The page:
Humans Love Spinning — And Researchers Want to Know Why

One theory is that the desire for dizziness originated in a common ape ancestor.

By Marisa Sloan
Apr 15, 2023 3:00 PM
Boy spinning
(Credit: Djols/Shutterstock)


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If you regularly ignored a playground’s monkey bars, seesaw and slide — and instead made a beeline straight to the merry-go-round — you’re likely familiar with the intoxicatingly dizzy feeling that accompanies a good spin session.

The light-headedness may come with a touch of vertigo, causing the world to tilt around you, or even bring on feelings of sudden elation. Sufi whirling dervishes take advantage of these effects, in fact, as a form of meditation and to induce spiritual experiences.

Others undergo extensive training to suppress dizziness while spinning: Professional ballet dancers complete countless pirouettes with ease, for example, and circus performers often dangle gracefully from ropes dozens of feet in the air.

There’s no doubt that humans have found many creative ways to incorporate spinning into our everyday lives. But at what point in our evolution did we begin spinning to induce that characteristic altered mental state? And what purpose does it serve?

Read More: How Did Humans Evolve?

The Science of Spin

When a person twists and twirls, the fluid inside their inner ears is moving, too. Actually, the fluid continues to move — bumping into minuscule hair cells and sending messages to the brain — even after the rest of the body comes to a stop.

This miscommunication between brain and body is typically what causes that dizzy feeling, and can even bring on physiological “highs” at high enough speeds. So go ahead, take a few extra turns in your office computer chair when no one is watching!

Other benefits, particularly for autistic people, include the abilities to increase or reduce sensory stimuli, according to the British National Autistic Society. But disrupting the vestibular system with some lighthearted swirling can be helpful for those not on the spectrum, too.

Adriano Lameira, a primatologist and evolutionary psychologist at the University of Warwick in England, says spinning and similar forms of play are commonly believed to help children sharpen their proprioception and even monitor unconscious physiological mechanisms like breathing and digestion.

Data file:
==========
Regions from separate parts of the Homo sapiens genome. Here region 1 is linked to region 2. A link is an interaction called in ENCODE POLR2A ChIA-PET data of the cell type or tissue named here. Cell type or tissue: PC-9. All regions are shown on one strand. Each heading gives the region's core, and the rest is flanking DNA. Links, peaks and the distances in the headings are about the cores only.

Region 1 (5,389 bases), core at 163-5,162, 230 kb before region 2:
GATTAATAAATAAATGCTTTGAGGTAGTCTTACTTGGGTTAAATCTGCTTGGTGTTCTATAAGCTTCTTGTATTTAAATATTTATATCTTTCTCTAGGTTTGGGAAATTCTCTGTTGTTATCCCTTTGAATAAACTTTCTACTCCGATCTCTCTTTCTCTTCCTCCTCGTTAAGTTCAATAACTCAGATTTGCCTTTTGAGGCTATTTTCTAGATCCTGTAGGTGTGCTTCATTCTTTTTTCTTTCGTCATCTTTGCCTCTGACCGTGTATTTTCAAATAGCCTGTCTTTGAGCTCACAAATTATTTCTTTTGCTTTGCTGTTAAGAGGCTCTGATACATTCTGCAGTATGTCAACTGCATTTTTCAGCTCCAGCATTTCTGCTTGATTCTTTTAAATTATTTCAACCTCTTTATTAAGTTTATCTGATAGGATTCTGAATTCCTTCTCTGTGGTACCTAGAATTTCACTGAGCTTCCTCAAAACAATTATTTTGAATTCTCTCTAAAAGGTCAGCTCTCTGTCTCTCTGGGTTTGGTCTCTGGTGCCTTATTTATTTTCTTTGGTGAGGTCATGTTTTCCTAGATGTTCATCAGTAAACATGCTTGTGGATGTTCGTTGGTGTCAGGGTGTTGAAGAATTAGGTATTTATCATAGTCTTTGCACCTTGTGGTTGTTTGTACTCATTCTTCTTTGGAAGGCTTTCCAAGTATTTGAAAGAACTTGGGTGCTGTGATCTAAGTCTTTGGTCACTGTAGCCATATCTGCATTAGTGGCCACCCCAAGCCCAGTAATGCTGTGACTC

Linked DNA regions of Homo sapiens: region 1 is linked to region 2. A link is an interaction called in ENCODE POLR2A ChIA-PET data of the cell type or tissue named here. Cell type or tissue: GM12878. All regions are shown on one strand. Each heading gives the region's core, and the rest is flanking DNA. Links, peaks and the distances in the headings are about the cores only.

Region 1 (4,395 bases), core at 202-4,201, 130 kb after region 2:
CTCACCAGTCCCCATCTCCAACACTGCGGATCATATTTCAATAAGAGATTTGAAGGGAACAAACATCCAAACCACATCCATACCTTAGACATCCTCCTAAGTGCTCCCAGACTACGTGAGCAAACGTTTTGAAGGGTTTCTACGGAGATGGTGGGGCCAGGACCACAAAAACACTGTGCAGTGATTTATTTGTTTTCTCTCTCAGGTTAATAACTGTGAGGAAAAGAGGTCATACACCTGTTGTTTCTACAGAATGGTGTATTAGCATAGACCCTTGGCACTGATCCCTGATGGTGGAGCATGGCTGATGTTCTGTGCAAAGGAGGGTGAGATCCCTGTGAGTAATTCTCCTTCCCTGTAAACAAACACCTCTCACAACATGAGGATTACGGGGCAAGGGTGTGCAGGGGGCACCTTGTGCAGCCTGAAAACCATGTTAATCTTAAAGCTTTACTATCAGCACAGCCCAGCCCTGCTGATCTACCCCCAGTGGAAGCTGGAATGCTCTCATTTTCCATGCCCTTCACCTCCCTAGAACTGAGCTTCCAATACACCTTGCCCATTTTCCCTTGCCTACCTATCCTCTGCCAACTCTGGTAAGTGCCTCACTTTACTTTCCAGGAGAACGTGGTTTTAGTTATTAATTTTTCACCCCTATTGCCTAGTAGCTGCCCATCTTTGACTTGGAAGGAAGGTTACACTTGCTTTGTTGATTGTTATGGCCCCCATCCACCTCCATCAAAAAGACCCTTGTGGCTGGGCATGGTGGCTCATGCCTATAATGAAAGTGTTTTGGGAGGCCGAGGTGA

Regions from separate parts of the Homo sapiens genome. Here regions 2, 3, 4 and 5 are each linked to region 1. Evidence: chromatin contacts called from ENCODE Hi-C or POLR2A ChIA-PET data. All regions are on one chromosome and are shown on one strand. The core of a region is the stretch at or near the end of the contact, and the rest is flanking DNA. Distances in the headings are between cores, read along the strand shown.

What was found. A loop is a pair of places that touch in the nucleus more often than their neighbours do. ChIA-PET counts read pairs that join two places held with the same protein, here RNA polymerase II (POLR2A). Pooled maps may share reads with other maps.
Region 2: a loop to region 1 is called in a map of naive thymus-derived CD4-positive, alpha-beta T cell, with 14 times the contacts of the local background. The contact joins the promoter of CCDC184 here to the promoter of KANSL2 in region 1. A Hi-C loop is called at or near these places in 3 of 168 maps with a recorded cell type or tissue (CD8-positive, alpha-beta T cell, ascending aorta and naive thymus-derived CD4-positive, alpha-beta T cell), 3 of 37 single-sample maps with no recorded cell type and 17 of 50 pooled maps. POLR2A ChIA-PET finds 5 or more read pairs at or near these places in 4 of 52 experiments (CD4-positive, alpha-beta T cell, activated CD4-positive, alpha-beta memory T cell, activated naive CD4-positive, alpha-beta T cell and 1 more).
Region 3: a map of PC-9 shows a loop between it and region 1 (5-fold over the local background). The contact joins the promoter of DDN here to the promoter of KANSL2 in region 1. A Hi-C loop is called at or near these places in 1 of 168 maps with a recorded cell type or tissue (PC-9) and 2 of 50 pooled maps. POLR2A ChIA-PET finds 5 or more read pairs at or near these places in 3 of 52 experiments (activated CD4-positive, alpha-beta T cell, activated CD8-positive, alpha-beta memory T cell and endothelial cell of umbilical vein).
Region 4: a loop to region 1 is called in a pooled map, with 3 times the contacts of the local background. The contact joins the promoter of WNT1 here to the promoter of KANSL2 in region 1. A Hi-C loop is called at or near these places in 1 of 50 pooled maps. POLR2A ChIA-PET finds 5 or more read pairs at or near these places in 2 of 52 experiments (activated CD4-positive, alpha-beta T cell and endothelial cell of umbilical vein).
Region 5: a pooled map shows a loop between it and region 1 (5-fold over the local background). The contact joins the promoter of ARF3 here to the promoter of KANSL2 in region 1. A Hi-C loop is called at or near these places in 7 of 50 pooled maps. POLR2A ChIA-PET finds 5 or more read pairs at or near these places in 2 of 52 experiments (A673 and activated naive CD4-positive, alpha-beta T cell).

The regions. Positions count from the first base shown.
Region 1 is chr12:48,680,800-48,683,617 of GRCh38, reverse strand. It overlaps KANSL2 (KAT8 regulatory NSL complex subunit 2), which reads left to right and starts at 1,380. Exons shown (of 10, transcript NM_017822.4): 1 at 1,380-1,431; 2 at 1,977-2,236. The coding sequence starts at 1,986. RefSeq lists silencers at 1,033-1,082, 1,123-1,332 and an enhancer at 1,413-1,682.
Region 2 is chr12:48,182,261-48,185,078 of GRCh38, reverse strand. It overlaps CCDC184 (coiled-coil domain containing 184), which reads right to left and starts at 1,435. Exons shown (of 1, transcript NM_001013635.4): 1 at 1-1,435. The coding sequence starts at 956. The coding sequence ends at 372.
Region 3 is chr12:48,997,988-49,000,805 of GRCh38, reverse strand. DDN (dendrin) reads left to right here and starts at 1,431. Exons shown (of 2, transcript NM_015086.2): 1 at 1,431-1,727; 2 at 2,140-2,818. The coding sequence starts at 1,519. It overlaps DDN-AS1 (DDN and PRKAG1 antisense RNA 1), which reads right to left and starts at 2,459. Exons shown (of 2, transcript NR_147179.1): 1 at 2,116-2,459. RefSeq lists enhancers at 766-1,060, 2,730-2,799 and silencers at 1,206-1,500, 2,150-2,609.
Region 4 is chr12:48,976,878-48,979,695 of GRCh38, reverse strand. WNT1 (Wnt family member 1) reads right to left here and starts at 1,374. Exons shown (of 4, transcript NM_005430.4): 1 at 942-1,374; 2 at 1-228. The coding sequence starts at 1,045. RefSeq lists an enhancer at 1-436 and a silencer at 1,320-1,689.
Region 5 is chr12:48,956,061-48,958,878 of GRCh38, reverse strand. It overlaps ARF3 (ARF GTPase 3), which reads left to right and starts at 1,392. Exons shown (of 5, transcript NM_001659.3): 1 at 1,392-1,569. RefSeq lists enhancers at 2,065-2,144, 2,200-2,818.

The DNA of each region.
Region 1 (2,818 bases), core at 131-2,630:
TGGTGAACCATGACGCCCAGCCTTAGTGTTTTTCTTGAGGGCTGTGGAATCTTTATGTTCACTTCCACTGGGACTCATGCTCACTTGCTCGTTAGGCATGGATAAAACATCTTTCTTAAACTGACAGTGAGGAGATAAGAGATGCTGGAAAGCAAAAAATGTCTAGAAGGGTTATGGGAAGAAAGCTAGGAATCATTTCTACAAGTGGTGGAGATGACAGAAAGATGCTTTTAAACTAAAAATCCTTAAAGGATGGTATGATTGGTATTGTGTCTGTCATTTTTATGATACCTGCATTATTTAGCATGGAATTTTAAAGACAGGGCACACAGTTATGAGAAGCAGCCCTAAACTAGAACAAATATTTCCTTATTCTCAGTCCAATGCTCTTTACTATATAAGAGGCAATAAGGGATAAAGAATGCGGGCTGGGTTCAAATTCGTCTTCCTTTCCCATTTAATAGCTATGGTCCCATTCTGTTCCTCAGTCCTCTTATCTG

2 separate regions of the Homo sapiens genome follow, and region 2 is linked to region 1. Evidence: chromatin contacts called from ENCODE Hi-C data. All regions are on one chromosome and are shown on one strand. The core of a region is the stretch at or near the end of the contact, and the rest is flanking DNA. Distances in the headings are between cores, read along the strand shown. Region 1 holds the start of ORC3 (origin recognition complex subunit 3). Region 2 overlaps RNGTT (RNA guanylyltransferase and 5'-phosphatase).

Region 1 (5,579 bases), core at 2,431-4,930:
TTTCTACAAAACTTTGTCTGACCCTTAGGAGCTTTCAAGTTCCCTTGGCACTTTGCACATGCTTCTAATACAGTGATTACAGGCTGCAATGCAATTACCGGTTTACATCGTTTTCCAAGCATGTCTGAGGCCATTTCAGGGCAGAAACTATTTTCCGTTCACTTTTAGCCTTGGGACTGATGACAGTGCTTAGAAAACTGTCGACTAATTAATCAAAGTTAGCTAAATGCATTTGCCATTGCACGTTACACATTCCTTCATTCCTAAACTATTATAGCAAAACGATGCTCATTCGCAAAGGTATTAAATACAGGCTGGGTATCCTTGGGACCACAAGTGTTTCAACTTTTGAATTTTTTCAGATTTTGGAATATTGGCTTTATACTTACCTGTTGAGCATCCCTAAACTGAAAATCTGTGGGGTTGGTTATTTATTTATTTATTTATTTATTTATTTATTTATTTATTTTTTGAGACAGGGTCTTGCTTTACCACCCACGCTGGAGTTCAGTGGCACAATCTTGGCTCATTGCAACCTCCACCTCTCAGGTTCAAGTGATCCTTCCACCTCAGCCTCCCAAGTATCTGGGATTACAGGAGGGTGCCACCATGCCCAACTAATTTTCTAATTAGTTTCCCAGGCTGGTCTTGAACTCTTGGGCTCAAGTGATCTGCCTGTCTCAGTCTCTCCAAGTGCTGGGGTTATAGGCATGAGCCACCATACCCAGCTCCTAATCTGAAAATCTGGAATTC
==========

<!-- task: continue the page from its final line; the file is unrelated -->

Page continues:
“For [other] highly intelligent animals,” he adds, “we could expect similar advantages associated with the exploration of their ‘inner landscapes.’”

The Evolution of Dizziness

Those other highly intelligent animals Lameira is speaking of are orangutans, gorillas, chimpanzees and bonobos.

Last month, he and fellow researcher Marcus Perlman, a lecturer in English language and linguistics at the University of Birmingham in England, published a paper on the prevalence of spinning in these primates, our evolutionary cousins — and what the behavior may reveal about humans.

In other words, if other great apes are also big fans of spinning round and round, it’s safe to assume our desires for dizziness originated in a distant, common ancestor.

“Whether altered state experiences within the hominid family shaped the emergence and evolution of the modern human mind remains one of the major and most thought-provoking unknowns in cognitive science,” the authors write.

Read More: Humans Aren’t the Only Primates Who “Share for Sharing’s Sake”

Going Ape

Their paper focused specifically on videos of primates hanging on to the bottoms of ropes or vines while twirling through the air. “Being suspended, this allowed great apes to achieve faster spinning revolutions and longer spinning time,” Lameira explains.

The researchers report that the primates spun at an average rotational velocity of 1.43 revolutions per second. (Though, in the case of one daredevil, the fastest sustained rotational speed clocked in at an impressive 3.3 revolutions per second.) 

After letting go, they tended to topple over — a clear sign of dizziness — before returning for another few rounds. “This is perhaps the most solid evidence thus far that great apes are experiencing similar physiological ‘highs’ as humans [do] during and after spinning,” Lameira says.

And as it turns out, there’s good supporting evidence at play: Great ape inner ear anatomy is comparable to humans’. “Indeed, it is the most similar among any living nonhuman primate or nonhuman animal, including overall size,” Lameira says.

Inside the Mind

Of course, even with this shared physiology, deciphering the apes’ underlying reasons for getting sloshed — if only for a few minutes — and comparing them to human motivations is difficult.

“There seems to be a higher prevalence and frequency of the behavior in captivity,” Lameira says. “This does indeed hint at spinning playing an important role against boredom and under-stimulation that highly intelligent animals like great apes tend to experience in captivity.”

But beyond these observations, he says, we have no means to assess subjective experience in animals that cannot speak about their experiences. Are the apes experiencing the same altered state of consciousness that humans do? Do they find it as pleasurable as we do, or is it simply a way to combat boredom?

The answers to these questions could reveal how the self-induced altered mental states of our common ancestors shaped modern human behavior and cognition — but it will take further research to find them.

Read More: How Closely Related Are Humans to Apes?

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